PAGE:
Wednesday, September 24, 2014

Corsetry and Feminism: Appendix

As mentioned in the third part of this series, there are many modern women who regularly wear corsets who have never been scientifically studied. Obsolete Victorian medical science is far too frequently cited as an objective, truthful source - but there have been a few recent studies that are also brought up to defend the idea that corsets are inherently harmful. It is my belief that these studies, however, are flawed and do not prove what they intend or what they are used to prove. A short summary of each, the valid points, and their flaws:

Historic Medical Perspectives of Corseting and Two Physiologic Studies with Reenactors
Colleen Gau
(PhD Dissertation, 1998)

This paper is obviously - as it is a dissertation - very involved. At base, though, it is an exploration of Victorian health claims against the corset and a study of corseted women performing physical tasks.

The main strike against this study is that it is not impartial. From the beginning, Gau showed a predisposition toward taking Victorian assumptions (and those problematic, fetishistic stories of boarding school sadism) as "honest and accurate"; she also showed a real concern that modern women might begin wearing corsets to the detriment of their own health, and that reenactors might hurt themselves. Numerous quotes from earlier fashion historians were used to emphasize women's physical restriction and pain due to their clothing; an explanation was given for female doctors who did not join the dress reform movement. Overall, Gau repeatedly rationalized positive or neutral historical attitudes towards the corset but very rarely speculated on negative ones, and routinely used unnecessarily negative terms that bias the reader even before the statistics from the study were brought up.

Corset, ca. 1875; MMA 2009.300.3044a-b (OASC)

In the limitations of the study delineated at the beginning of the dissertation, she identified reasons why the results might be biased in favor of corsets not reducing the body's abilities - such as the subjects' potential underreporting of discomfort - but no reasons why the subjects might report discomfort that Victorian women might not have felt. One problem with this latter issue that occurs to me is the construction and fit of the corsets used. Gau noted that the corsets were made to produce the fashionable silhouette of 1870 - but there is little specific information about their individual shaping. Given her statements in the dissertation on the abdomen and chest being compressed while wearing a corset, in addition to her bias against corsetry as a whole, leads me to be highly skeptical that she would have had the knowledge of corset-fitting based on experimentation and practice that is a little more common today. Another problem is that all the subjects reduced their waistlines by 3", rather than a percentage of their waist, so that thinner women were more tight-laced than larger ones.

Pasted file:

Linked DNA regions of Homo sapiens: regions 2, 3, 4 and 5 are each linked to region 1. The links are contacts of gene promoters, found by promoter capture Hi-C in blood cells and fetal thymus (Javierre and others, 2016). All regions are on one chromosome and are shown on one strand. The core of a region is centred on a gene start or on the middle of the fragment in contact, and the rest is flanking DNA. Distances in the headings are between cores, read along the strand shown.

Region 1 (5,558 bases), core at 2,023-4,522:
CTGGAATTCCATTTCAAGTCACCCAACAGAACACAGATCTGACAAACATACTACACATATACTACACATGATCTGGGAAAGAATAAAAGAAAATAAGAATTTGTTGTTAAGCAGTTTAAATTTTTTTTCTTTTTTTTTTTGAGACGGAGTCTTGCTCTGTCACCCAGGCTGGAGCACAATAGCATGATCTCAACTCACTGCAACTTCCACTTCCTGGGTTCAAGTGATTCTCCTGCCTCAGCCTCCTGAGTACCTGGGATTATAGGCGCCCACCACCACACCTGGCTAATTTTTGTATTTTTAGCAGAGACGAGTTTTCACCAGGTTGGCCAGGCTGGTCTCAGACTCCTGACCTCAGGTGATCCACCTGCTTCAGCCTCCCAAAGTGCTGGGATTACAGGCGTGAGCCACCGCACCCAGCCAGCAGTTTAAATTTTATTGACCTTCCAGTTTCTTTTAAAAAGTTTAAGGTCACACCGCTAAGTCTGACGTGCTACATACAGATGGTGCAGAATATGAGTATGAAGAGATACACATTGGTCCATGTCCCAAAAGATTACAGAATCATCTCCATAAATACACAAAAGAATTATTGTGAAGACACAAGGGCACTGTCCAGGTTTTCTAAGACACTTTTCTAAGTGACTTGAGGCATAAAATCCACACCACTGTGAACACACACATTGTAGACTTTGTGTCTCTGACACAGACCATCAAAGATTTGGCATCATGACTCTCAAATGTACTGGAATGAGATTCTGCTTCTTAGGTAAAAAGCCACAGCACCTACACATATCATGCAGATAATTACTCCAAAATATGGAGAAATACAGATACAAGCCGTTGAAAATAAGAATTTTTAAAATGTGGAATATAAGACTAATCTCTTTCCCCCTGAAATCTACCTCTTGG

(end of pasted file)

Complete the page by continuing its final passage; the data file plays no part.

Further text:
In the end, her lung capacity findings do not show anything drastic. Gau's subjects lost an average 9% of their tidal lung volume while wearing a corset, but, as previously noted, an ordinary breath takes about 18% of the lungs' capacity - the total lung capacity is so large that 9% is not a significant loss. The lower back pain reported by the subjects was possibly or probably a result of improper fitting. For the most part, the actual symptoms reported during the study - different breathing patterns, decreased eating and drinking - are not actual negatives, just an awareness. The reenactor subjects also reported finding their backs supported during work.